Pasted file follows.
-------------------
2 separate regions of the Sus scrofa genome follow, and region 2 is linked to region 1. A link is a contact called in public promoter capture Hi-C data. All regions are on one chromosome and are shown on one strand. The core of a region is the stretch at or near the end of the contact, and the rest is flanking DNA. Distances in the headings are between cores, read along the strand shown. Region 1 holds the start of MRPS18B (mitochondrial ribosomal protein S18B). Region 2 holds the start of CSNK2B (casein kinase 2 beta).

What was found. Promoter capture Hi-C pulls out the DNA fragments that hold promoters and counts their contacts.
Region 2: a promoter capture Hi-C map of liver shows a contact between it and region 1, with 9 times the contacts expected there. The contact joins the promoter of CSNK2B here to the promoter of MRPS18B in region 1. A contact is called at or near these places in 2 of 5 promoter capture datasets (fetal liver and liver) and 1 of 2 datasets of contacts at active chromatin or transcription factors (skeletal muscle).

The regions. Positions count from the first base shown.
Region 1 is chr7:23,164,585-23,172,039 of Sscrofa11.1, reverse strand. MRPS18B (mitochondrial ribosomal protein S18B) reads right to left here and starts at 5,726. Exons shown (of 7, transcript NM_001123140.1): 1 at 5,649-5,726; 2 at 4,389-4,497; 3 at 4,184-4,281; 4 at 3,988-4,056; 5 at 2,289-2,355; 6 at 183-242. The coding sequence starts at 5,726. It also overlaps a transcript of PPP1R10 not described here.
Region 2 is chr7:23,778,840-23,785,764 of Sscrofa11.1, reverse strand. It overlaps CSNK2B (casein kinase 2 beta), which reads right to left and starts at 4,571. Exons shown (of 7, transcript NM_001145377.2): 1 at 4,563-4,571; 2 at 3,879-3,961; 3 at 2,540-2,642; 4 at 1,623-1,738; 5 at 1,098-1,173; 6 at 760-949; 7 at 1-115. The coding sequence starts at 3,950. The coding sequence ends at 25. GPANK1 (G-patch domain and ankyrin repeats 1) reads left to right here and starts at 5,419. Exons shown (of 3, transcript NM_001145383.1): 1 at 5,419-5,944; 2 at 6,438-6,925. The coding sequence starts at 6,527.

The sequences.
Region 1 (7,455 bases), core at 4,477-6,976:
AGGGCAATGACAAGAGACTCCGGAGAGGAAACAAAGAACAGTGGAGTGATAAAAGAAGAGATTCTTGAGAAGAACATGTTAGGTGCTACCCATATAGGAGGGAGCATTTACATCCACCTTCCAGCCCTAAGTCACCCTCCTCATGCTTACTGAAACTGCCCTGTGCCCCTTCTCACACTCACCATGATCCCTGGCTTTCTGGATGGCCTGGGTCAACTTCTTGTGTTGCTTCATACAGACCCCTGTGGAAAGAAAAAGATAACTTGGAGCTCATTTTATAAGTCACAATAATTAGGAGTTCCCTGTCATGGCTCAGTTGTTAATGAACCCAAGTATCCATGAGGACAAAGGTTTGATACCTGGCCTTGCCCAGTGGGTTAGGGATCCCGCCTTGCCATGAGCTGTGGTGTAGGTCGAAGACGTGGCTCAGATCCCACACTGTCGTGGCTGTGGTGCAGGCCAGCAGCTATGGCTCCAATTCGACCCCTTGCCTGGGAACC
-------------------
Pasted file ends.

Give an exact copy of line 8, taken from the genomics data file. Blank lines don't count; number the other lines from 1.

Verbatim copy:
Region 1 (7,455 bases), core at 4,477-6,976: